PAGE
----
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Prepare for the Future: The End of Britain's Traditional Phone Network

An ambitious plan is underway to retire Britain's traditional phone network. By the end of January 2027, almost all landlines and ISDN lines will cease to function.You might think, "That's years away. I'll worry about it later." Unfortunately, the transition is more complex and changes are happening well before 2027, affecting a wide range of telecom services, including:

Standard Landlines

Fibre Broadband (FTTC)

ADSL Connections

ISDN2 & ISDN30 Circuits

EFM (Ethernet First Mile) over Copper Connections

Alarm Services

Fax Services

In some areas, you can no longer order a standard landline, ADSL connection, or FTTC broadband. Instead, Fibre to the Premises (FTTP) connections are the only available option, as these regions are ahead in moving away from the old Public Switched Telephone Network (PSTN).


The announced changes will impact you in three significant ways:

Restrictions on New Orders and Changes to Existing Services: There will be limitations on what new services you can order and changes you can make to current services.

Forced Product Migrations: Your communications provider will need to switch you to alternative products to prevent service interruptions.

Discontinuation of Legacy Services: If you haven't migrated by the deadline, your legacy services will be discontinued.

What Will Happen to Standard (Analogue) BT Landlines?

They'll stop working at the end of January 2027 because the underlying wholesale product - Wholesale Line Rental - will be retired.

If you want to keep your landline number, you will need to transfer that existing number to a VoIP service.

If you need your phone to work during a power cut, you and your ISP will need to arrange for a suitable backup power source to be connected to the Openreach equipment at your site and possibly to your broadband router too.

You won't be able to order new analogue landlines after September 2023. That restriction is already in place in some areas with high levels of full fibre coverage.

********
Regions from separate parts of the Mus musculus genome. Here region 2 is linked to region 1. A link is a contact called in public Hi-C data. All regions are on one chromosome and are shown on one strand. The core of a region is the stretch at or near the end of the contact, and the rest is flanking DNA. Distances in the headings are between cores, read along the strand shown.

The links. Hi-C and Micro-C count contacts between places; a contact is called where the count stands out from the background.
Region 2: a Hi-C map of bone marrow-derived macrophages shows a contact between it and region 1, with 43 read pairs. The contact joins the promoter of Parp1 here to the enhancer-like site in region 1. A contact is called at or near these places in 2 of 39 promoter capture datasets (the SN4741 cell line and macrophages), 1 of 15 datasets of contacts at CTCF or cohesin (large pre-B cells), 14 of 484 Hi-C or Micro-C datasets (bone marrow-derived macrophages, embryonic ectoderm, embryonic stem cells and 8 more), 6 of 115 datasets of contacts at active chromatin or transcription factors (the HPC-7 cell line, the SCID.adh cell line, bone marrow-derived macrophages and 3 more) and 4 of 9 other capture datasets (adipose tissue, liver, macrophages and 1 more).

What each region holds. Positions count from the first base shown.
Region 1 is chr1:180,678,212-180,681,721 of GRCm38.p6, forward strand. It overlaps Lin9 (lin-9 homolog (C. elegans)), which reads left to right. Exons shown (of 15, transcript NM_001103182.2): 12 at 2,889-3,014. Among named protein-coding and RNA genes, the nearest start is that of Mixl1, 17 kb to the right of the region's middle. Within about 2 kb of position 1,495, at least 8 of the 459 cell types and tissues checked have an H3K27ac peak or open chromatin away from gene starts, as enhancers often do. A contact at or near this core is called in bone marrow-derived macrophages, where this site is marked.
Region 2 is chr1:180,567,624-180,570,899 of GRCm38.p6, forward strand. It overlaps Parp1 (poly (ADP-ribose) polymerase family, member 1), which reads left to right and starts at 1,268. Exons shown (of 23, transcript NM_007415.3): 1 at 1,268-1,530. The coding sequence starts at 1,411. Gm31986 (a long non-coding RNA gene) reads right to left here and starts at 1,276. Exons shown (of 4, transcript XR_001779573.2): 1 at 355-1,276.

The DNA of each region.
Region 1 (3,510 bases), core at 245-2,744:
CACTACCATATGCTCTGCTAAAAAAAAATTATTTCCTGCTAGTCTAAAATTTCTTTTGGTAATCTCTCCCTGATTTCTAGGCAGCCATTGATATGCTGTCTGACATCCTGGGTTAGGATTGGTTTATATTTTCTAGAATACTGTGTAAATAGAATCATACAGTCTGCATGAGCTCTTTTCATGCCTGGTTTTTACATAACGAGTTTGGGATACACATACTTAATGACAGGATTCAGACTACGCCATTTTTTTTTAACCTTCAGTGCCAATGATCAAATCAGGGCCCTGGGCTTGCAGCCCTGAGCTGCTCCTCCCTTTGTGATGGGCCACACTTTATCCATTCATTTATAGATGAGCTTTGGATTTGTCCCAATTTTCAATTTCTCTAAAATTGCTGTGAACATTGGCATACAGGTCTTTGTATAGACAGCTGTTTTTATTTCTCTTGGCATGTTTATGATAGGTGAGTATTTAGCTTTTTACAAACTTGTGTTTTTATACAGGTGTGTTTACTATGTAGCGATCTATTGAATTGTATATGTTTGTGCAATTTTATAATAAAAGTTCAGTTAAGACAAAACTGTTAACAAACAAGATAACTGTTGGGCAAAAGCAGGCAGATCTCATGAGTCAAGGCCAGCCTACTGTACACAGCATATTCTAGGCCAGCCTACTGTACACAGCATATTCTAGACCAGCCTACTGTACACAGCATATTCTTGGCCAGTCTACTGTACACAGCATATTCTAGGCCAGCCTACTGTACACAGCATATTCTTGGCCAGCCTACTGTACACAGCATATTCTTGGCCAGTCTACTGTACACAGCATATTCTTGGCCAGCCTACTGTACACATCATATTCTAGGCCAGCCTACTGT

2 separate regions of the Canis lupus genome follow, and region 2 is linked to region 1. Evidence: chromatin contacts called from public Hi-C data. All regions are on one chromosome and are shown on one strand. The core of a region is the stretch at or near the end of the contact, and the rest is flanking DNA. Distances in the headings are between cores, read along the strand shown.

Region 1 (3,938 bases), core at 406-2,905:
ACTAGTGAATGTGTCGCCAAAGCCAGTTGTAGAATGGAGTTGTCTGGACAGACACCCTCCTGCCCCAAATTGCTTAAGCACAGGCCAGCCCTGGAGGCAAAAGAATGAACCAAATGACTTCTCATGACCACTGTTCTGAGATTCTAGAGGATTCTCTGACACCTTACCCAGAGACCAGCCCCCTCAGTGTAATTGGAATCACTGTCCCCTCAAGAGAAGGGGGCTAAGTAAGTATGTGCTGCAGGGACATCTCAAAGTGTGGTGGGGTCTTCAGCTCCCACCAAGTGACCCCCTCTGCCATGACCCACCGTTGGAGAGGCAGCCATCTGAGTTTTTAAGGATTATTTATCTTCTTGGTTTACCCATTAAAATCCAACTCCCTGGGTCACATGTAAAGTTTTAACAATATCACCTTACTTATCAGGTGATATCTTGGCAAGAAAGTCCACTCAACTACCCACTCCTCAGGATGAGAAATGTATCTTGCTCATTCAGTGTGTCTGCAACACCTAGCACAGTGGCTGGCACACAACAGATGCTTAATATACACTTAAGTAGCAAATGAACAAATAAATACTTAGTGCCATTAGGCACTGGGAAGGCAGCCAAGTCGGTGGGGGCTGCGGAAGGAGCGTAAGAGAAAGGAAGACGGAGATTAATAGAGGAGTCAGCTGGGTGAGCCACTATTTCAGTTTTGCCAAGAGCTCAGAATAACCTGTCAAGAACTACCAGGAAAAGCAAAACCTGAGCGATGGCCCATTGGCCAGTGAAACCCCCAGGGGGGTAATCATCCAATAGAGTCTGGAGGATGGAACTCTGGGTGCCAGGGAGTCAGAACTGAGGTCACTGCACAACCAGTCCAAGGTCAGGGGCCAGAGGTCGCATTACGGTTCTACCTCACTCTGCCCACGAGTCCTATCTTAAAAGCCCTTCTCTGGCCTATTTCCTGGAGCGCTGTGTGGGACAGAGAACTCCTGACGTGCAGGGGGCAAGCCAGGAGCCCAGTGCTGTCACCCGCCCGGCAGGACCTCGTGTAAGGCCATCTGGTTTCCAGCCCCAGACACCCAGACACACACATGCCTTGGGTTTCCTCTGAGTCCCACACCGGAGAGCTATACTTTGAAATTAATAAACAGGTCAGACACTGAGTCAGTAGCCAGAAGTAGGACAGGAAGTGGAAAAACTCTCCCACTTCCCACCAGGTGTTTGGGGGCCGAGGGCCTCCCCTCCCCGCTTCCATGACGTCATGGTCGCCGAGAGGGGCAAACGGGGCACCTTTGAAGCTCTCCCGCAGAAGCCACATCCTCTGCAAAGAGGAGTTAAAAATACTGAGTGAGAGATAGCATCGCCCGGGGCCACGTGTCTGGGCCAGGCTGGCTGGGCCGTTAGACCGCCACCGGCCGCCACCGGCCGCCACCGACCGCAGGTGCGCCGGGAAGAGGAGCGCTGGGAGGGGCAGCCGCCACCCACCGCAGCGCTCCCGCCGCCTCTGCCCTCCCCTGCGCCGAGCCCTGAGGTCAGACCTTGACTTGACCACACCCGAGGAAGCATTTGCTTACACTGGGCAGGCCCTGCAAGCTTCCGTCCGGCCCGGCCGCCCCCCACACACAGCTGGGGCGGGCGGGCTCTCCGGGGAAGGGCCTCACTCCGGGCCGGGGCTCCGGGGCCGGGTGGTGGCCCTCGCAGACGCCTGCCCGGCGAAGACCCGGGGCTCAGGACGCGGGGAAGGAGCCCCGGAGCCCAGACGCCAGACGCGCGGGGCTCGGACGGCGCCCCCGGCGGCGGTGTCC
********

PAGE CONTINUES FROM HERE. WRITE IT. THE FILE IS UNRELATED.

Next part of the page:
What Will Happen to Fibre to the Cabinet (FTTC)?

Instead of using FTTC running over a working phone line, you'll be switched over to a service that provides FTTC on a dialtone-free line. This replacement service is known as Generic Ethernet Access, GEA or GEA-FTTC.

Once around 75% of premises on a telephone exchange are able to order FTTP or SOGFAST, it won't be long until those premises are barred from ordering FTTC (GEA-FTTC) or ADSL (SOTAP).

What Will Happen to ISDN2 & ISDN30?

These digital circuits - used to connect older business phone systems to the phone network - will stop working at the end of January 2027.

From September 2023, you won't be able to order new ISDN lines or change the number of channels you have.

Your options will be to switch to an IP-based alternative or get an ISDN/SIP converter, so your calls can run over the top of your data connection.

What Will Happen to ADSL Connections?

That will depend on how you get your ADSL.

If you have a standard analogue BT phone line over which an ADSL service runs, your underlying connectivity products will need to be changed prior to Feburary 2027. Your ISP will only be able to order ADSL's replacement (SOTAP) if there's no better broadband option available at your location. In other words, it's likely you'll need to switch from ADSL to FTTC's replacement (SOGEA), G.FAST's replacement (SOGFAST) or FTTP.